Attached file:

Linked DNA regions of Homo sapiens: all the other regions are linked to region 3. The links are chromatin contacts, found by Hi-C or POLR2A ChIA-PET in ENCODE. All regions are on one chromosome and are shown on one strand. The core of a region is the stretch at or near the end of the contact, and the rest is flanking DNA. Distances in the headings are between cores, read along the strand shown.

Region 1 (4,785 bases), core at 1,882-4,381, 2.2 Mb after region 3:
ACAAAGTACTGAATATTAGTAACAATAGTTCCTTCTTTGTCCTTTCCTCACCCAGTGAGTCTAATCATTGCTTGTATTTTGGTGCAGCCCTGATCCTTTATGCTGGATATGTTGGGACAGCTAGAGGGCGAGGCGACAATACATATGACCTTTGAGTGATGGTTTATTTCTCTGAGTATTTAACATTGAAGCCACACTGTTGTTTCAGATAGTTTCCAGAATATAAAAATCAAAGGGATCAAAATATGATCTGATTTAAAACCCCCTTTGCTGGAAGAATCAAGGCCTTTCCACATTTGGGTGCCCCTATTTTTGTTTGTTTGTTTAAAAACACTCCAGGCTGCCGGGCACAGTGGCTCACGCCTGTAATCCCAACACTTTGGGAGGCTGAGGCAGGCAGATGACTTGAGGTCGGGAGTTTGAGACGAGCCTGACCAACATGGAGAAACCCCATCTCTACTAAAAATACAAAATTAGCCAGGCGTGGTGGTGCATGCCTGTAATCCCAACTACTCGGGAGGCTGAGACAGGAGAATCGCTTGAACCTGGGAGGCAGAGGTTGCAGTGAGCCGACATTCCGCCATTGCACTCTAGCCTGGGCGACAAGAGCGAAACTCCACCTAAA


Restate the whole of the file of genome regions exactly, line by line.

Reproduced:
Linked DNA regions of Homo sapiens: all the other regions are linked to region 3. The links are chromatin contacts, found by Hi-C or POLR2A ChIA-PET in ENCODE. All regions are on one chromosome and are shown on one strand. The core of a region is the stretch at or near the end of the contact, and the rest is flanking DNA. Distances in the headings are between cores, read along the strand shown.

Region 1 (4,785 bases), core at 1,882-4,381, 2.2 Mb after region 3:
ACAAAGTACTGAATATTAGTAACAATAGTTCCTTCTTTGTCCTTTCCTCACCCAGTGAGTCTAATCATTGCTTGTATTTTGGTGCAGCCCTGATCCTTTATGCTGGATATGTTGGGACAGCTAGAGGGCGAGGCGACAATACATATGACCTTTGAGTGATGGTTTATTTCTCTGAGTATTTAACATTGAAGCCACACTGTTGTTTCAGATAGTTTCCAGAATATAAAAATCAAAGGGATCAAAATATGATCTGATTTAAAACCCCCTTTGCTGGAAGAATCAAGGCCTTTCCACATTTGGGTGCCCCTATTTTTGTTTGTTTGTTTAAAAACACTCCAGGCTGCCGGGCACAGTGGCTCACGCCTGTAATCCCAACACTTTGGGAGGCTGAGGCAGGCAGATGACTTGAGGTCGGGAGTTTGAGACGAGCCTGACCAACATGGAGAAACCCCATCTCTACTAAAAATACAAAATTAGCCAGGCGTGGTGGTGCATGCCTGTAATCCCAACTACTCGGGAGGCTGAGACAGGAGAATCGCTTGAACCTGGGAGGCAGAGGTTGCAGTGAGCCGACATTCCGCCATTGCACTCTAGCCTGGGCGACAAGAGCGAAACTCCACCTAAA